The exhibition "Making Use: Life in Postartistic Times" is engaged with the various avenues that lead from the field of art to daily life and in the reverse direction—from life to art.
The so-called coefficient of art is present in high concentration in many realms of activity — it can be found in alternative economies, street protests, diversion advertising, food cooperatives and urban gardening, critical tourism, and the curricula of flying universities. In such cases, life is permeated by a sensibility that is characteristic of art: a conceptual surplus, thinking in terms of form, or endless games with imagination — political, economic, and scientific. It is not a new phenomenon, let alone a tendency or style in art.
The exhibition Making Use: Life in Postartistic Times addresses one of the fundamental postulates of twentieth-century avant-garde movements — the mutual penetration or even fusion of art and everyday life. The Polish art theorist Jerzy Ludwinski wrote in 1970s in his essay “Sztuka w epoce postartystycznej” [“Art in the Postartistic Times”], “It is highly likely that today we are no longer dealing with art. We simply overlooked the moment when it transformed into something entirely different, something that already escapes our capacity to name it. Beyond any doubt, what we are dealing with today has a greater potential.”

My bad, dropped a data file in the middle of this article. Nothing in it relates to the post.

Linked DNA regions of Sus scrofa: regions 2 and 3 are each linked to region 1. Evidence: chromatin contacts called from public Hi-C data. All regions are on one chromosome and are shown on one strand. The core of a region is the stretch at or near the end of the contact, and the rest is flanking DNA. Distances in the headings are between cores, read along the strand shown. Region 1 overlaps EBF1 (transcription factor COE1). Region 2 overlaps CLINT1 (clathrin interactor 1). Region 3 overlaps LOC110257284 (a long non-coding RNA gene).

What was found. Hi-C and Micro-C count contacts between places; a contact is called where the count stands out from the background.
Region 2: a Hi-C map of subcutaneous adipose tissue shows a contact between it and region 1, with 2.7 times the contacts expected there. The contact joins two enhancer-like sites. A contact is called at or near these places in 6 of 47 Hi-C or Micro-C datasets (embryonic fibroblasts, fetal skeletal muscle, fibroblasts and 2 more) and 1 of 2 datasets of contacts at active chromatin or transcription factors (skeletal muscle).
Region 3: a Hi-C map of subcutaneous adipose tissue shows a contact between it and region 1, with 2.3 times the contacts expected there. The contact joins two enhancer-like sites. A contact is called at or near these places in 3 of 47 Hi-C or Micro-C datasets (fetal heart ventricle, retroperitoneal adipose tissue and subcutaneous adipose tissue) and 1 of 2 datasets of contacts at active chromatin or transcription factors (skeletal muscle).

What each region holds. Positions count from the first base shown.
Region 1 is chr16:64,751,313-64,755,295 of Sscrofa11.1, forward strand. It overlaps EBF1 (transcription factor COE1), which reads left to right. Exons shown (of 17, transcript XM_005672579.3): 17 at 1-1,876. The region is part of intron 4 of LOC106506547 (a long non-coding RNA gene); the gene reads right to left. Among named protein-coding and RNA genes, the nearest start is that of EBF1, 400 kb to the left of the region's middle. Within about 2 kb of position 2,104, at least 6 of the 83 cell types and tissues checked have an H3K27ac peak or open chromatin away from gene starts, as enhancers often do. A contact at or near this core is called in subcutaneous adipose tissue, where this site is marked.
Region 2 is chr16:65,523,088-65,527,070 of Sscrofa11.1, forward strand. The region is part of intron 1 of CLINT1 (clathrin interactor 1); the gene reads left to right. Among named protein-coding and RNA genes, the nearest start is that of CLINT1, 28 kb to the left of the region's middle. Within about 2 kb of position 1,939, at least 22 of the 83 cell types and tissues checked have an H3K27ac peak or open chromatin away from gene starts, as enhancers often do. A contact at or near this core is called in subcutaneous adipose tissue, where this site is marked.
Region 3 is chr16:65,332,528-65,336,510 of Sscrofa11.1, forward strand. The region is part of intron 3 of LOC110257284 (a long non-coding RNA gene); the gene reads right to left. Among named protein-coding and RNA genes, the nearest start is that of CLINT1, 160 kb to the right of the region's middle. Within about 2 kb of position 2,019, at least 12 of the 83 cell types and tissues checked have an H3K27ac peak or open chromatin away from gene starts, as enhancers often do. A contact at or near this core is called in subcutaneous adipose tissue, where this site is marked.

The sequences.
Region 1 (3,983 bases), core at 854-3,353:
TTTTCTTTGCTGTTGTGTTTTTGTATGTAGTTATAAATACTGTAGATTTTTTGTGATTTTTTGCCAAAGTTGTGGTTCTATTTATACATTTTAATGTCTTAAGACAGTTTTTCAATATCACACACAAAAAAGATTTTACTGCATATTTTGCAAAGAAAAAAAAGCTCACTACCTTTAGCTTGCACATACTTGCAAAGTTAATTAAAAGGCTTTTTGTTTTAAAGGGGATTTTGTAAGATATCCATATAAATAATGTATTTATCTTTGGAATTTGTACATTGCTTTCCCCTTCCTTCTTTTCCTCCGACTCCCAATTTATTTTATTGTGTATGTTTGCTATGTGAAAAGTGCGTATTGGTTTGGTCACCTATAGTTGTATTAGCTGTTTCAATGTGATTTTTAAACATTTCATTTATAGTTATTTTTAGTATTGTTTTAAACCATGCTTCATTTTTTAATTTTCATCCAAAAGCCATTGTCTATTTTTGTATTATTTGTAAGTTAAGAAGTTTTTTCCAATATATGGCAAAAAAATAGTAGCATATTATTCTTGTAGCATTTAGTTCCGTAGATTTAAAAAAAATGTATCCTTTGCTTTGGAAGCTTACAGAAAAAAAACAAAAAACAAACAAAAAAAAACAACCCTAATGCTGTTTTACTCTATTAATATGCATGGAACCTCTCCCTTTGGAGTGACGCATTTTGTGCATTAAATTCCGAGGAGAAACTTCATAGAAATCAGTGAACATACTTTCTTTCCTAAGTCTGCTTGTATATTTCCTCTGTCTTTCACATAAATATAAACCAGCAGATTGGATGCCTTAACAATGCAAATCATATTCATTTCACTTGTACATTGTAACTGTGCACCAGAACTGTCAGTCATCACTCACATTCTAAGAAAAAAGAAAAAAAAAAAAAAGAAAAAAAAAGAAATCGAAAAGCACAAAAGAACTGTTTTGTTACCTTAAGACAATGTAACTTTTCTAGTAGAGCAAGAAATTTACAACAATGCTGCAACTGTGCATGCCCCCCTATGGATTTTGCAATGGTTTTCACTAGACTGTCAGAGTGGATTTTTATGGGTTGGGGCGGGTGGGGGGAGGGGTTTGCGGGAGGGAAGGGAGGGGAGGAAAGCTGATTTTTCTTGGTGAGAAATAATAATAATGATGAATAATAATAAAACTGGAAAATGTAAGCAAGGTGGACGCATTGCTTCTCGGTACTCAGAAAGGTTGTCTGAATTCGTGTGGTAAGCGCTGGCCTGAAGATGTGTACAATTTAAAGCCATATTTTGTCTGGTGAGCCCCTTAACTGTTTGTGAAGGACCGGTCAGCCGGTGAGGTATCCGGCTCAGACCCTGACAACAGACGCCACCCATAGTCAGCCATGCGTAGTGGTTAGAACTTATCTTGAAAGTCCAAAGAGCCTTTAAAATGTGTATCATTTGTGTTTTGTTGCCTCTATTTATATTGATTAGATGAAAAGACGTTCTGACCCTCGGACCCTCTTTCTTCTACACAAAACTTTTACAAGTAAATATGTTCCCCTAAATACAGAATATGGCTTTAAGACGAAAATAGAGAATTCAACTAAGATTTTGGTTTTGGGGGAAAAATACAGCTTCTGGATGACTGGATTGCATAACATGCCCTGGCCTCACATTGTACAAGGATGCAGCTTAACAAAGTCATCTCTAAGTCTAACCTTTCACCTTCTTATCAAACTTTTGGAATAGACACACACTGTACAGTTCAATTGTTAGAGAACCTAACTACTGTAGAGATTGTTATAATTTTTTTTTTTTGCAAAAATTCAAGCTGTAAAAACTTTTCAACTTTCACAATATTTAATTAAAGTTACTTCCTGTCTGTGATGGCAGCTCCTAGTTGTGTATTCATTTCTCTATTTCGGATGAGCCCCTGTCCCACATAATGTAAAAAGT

An engagement with the status and competences of the individuals and collectives who work with what has been thus described as the postartistic age animates this exhibition. In a world that requires a redefinition of the individual's obligations to the community and the new global challenges of migration, economic crisis, armed conflicts, and environmental threats — multifarious questions emerge. How can artistic competences achieve an impact on reality? Do they always have to materialize as artworks? What role can the museum play in a situation where art radiates to non-artistic environments, and in so doing, loses the characteristics that distinguish it as art?
The project "Making Use: Life in Postartistic Times" is indebted to three phenomena known from the history of twentieth century art which have remained topical and universal until the present day. The first consists in attempts to question the borders of art institutions with a view to enriching the everyday with poetic qualities or pursuing the goal of a radical social change. The second is the migration of artists from the field of art to other areas of reality: utopian communes, social political movements, social work — popular especially during the periods of social turbulence, such as the turn of the 1970s and the first decade of the twenty-first century. The third is the creation of new institutional environments beyond the scope of the traditional gallery and museum network and the art market.